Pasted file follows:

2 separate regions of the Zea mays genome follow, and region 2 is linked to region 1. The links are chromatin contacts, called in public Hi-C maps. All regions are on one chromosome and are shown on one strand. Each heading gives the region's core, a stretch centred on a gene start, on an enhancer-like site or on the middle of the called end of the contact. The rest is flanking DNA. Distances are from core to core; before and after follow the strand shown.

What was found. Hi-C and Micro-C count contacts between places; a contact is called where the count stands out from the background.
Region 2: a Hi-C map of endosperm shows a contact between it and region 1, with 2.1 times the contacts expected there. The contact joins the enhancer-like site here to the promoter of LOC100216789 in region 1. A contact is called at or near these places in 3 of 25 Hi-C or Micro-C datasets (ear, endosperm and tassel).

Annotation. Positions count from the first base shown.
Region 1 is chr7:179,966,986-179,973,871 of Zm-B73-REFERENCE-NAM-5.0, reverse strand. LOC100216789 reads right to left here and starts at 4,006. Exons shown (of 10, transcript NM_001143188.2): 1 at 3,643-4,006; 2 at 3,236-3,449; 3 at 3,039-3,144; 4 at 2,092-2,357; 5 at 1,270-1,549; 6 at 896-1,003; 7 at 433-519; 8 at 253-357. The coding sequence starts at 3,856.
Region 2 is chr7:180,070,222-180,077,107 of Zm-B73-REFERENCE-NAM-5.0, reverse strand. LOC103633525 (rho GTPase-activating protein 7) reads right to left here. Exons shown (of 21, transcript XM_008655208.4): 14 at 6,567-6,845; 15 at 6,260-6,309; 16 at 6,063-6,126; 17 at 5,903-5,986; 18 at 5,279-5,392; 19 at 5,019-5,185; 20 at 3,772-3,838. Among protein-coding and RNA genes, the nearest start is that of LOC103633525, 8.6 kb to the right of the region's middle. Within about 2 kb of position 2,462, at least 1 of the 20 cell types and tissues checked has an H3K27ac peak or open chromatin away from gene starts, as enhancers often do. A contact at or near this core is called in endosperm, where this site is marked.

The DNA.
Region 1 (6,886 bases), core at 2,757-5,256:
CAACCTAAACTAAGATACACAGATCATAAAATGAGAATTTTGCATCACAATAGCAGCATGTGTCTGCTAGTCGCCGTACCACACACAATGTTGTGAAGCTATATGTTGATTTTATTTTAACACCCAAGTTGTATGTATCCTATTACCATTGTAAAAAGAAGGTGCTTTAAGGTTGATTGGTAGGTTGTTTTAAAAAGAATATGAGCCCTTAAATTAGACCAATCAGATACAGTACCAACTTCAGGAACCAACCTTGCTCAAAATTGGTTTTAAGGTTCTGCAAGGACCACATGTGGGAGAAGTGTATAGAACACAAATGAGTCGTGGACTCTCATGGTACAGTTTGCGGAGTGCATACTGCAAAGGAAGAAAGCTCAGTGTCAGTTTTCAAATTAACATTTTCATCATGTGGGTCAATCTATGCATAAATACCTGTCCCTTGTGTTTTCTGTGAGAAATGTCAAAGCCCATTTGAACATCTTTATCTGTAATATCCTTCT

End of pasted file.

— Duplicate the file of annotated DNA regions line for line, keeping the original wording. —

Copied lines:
2 separate regions of the Zea mays genome follow, and region 2 is linked to region 1. The links are chromatin contacts, called in public Hi-C maps. All regions are on one chromosome and are shown on one strand. Each heading gives the region's core, a stretch centred on a gene start, on an enhancer-like site or on the middle of the called end of the contact. The rest is flanking DNA. Distances are from core to core; before and after follow the strand shown.

What was found. Hi-C and Micro-C count contacts between places; a contact is called where the count stands out from the background.
Region 2: a Hi-C map of endosperm shows a contact between it and region 1, with 2.1 times the contacts expected there. The contact joins the enhancer-like site here to the promoter of LOC100216789 in region 1. A contact is called at or near these places in 3 of 25 Hi-C or Micro-C datasets (ear, endosperm and tassel).

Annotation. Positions count from the first base shown.
Region 1 is chr7:179,966,986-179,973,871 of Zm-B73-REFERENCE-NAM-5.0, reverse strand. LOC100216789 reads right to left here and starts at 4,006. Exons shown (of 10, transcript NM_001143188.2): 1 at 3,643-4,006; 2 at 3,236-3,449; 3 at 3,039-3,144; 4 at 2,092-2,357; 5 at 1,270-1,549; 6 at 896-1,003; 7 at 433-519; 8 at 253-357. The coding sequence starts at 3,856.
Region 2 is chr7:180,070,222-180,077,107 of Zm-B73-REFERENCE-NAM-5.0, reverse strand. LOC103633525 (rho GTPase-activating protein 7) reads right to left here. Exons shown (of 21, transcript XM_008655208.4): 14 at 6,567-6,845; 15 at 6,260-6,309; 16 at 6,063-6,126; 17 at 5,903-5,986; 18 at 5,279-5,392; 19 at 5,019-5,185; 20 at 3,772-3,838. Among protein-coding and RNA genes, the nearest start is that of LOC103633525, 8.6 kb to the right of the region's middle. Within about 2 kb of position 2,462, at least 1 of the 20 cell types and tissues checked has an H3K27ac peak or open chromatin away from gene starts, as enhancers often do. A contact at or near this core is called in endosperm, where this site is marked.

The DNA.
Region 1 (6,886 bases), core at 2,757-5,256:
CAACCTAAACTAAGATACACAGATCATAAAATGAGAATTTTGCATCACAATAGCAGCATGTGTCTGCTAGTCGCCGTACCACACACAATGTTGTGAAGCTATATGTTGATTTTATTTTAACACCCAAGTTGTATGTATCCTATTACCATTGTAAAAAGAAGGTGCTTTAAGGTTGATTGGTAGGTTGTTTTAAAAAGAATATGAGCCCTTAAATTAGACCAATCAGATACAGTACCAACTTCAGGAACCAACCTTGCTCAAAATTGGTTTTAAGGTTCTGCAAGGACCACATGTGGGAGAAGTGTATAGAACACAAATGAGTCGTGGACTCTCATGGTACAGTTTGCGGAGTGCATACTGCAAAGGAAGAAAGCTCAGTGTCAGTTTTCAAATTAACATTTTCATCATGTGGGTCAATCTATGCATAAATACCTGTCCCTTGTGTTTTCTGTGAGAAATGTCAAAGCCCATTTGAACATCTTTATCTGTAATATCCTTCT